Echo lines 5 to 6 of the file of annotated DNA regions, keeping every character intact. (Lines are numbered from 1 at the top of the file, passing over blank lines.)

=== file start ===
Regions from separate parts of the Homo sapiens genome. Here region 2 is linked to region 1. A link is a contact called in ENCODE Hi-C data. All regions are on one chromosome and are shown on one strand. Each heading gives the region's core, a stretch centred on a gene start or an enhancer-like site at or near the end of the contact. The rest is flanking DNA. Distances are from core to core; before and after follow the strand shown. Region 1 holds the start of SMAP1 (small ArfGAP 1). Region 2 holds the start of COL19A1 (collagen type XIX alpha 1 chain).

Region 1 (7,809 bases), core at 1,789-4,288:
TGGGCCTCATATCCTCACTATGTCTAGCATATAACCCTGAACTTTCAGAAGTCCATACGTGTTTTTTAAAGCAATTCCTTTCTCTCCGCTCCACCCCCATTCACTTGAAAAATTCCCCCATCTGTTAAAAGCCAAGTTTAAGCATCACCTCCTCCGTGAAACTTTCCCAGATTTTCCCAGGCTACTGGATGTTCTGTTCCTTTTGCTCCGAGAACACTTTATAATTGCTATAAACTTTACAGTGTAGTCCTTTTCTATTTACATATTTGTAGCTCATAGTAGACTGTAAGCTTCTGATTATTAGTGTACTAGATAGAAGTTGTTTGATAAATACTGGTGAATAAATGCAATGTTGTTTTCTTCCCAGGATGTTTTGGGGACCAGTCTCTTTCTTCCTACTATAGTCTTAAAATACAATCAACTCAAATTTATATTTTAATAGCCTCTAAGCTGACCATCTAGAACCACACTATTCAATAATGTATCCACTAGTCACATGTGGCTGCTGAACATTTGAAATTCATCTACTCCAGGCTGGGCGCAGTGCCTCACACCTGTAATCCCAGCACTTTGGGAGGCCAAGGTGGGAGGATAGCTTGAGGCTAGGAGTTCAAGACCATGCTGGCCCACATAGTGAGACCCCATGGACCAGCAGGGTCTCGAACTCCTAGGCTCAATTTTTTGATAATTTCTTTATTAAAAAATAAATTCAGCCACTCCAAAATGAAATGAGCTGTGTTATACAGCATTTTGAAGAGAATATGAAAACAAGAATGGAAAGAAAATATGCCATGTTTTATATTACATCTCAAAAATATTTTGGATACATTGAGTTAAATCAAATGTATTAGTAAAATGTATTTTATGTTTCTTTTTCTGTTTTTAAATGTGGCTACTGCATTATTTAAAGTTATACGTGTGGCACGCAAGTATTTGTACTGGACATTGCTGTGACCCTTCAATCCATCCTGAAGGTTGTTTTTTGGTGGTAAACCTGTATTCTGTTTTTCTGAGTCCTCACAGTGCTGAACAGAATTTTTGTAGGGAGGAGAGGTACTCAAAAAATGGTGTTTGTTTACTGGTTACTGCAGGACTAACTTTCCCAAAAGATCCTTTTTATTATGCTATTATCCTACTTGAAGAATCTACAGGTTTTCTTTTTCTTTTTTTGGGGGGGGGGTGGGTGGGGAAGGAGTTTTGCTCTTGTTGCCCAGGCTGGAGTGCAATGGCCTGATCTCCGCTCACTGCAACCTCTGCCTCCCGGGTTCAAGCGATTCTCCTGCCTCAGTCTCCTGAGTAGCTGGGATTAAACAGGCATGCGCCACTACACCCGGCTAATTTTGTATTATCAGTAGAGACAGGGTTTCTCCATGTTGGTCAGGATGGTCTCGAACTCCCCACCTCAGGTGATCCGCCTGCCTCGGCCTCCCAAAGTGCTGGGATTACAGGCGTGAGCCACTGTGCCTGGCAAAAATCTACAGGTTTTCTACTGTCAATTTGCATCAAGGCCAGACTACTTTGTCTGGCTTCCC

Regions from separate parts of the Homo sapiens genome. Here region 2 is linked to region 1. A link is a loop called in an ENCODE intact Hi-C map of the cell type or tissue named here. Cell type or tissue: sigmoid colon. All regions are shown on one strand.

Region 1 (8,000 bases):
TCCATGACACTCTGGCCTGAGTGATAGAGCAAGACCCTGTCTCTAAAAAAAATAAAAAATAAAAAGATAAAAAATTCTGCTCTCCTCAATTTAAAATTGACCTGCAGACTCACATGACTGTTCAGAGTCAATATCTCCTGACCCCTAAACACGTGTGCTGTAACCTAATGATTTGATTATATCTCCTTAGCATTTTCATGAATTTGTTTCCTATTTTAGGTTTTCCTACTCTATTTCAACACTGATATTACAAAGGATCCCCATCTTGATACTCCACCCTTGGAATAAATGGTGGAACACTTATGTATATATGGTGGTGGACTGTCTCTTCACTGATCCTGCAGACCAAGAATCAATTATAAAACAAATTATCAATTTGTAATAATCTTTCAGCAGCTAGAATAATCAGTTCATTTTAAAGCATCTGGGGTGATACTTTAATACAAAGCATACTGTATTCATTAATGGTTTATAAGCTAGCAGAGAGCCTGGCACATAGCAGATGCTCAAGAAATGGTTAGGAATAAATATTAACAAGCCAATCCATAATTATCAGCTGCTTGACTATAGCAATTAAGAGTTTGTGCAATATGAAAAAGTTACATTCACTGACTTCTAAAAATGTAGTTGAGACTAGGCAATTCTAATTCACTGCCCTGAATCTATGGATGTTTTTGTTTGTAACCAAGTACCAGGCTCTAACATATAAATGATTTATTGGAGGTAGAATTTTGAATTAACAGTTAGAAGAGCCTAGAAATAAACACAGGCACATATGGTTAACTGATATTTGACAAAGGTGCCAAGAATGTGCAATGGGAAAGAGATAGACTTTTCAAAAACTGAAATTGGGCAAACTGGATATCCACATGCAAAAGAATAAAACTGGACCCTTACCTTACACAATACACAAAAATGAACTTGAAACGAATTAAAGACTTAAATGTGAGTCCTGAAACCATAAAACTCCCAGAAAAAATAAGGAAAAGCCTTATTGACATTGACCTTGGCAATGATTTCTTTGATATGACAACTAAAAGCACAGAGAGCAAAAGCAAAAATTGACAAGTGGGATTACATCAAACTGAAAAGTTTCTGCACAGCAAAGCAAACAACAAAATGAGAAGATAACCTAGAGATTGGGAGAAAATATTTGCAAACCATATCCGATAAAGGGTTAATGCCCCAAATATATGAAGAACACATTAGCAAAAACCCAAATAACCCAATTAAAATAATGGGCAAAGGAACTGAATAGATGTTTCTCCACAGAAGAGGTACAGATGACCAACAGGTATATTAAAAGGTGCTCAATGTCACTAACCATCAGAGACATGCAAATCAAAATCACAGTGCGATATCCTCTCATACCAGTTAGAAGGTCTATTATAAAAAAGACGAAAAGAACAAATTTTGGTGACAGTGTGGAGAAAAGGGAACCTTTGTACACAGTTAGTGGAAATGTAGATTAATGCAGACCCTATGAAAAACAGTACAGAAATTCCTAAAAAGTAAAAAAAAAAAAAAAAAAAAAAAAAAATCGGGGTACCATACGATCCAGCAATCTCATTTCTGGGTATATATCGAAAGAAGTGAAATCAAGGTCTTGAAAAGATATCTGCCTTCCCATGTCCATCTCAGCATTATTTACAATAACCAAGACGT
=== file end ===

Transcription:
Region 1 (8,000 bases):
TCCATGACACTCTGGCCTGAGTGATAGAGCAAGACCCTGTCTCTAAAAAAAATAAAAAATAAAAAGATAAAAAATTCTGCTCTCCTCAATTTAAAATTGACCTGCAGACTCACATGACTGTTCAGAGTCAATATCTCCTGACCCCTAAACACGTGTGCTGTAACCTAATGATTTGATTATATCTCCTTAGCATTTTCATGAATTTGTTTCCTATTTTAGGTTTTCCTACTCTATTTCAACACTGATATTACAAAGGATCCCCATCTTGATACTCCACCCTTGGAATAAATGGTGGAACACTTATGTATATATGGTGGTGGACTGTCTCTTCACTGATCCTGCAGACCAAGAATCAATTATAAAACAAATTATCAATTTGTAATAATCTTTCAGCAGCTAGAATAATCAGTTCATTTTAAAGCATCTGGGGTGATACTTTAATACAAAGCATACTGTATTCATTAATGGTTTATAAGCTAGCAGAGAGCCTGGCACATAGCAGATGCTCAAGAAATGGTTAGGAATAAATATTAACAAGCCAATCCATAATTATCAGCTGCTTGACTATAGCAATTAAGAGTTTGTGCAATATGAAAAAGTTACATTCACTGACTTCTAAAAATGTAGTTGAGACTAGGCAATTCTAATTCACTGCCCTGAATCTATGGATGTTTTTGTTTGTAACCAAGTACCAGGCTCTAACATATAAATGATTTATTGGAGGTAGAATTTTGAATTAACAGTTAGAAGAGCCTAGAAATAAACACAGGCACATATGGTTAACTGATATTTGACAAAGGTGCCAAGAATGTGCAATGGGAAAGAGATAGACTTTTCAAAAACTGAAATTGGGCAAACTGGATATCCACATGCAAAAGAATAAAACTGGACCCTTACCTTACACAATACACAAAAATGAACTTGAAACGAATTAAAGACTTAAATGTGAGTCCTGAAACCATAAAACTCCCAGAAAAAATAAGGAAAAGCCTTATTGACATTGACCTTGGCAATGATTTCTTTGATATGACAACTAAAAGCACAGAGAGCAAAAGCAAAAATTGACAAGTGGGATTACATCAAACTGAAAAGTTTCTGCACAGCAAAGCAAACAACAAAATGAGAAGATAACCTAGAGATTGGGAGAAAATATTTGCAAACCATATCCGATAAAGGGTTAATGCCCCAAATATATGAAGAACACATTAGCAAAAACCCAAATAACCCAATTAAAATAATGGGCAAAGGAACTGAATAGATGTTTCTCCACAGAAGAGGTACAGATGACCAACAGGTATATTAAAAGGTGCTCAATGTCACTAACCATCAGAGACATGCAAATCAAAATCACAGTGCGATATCCTCTCATACCAGTTAGAAGGTCTATTATAAAAAAGACGAAAAGAACAAATTTTGGTGACAGTGTGGAGAAAAGGGAACCTTTGTACACAGTTAGTGGAAATGTAGATTAATGCAGACCCTATGAAAAACAGTACAGAAATTCCTAAAAAGTAAAAAAAAAAAAAAAAAAAAAAAAAAATCGGGGTACCATACGATCCAGCAATCTCATTTCTGGGTATATATCGAAAGAAGTGAAATCAAGGTCTTGAAAAGATATCTGCCTTCCCATGTCCATCTCAGCATTATTTACAATAACCAAGACGT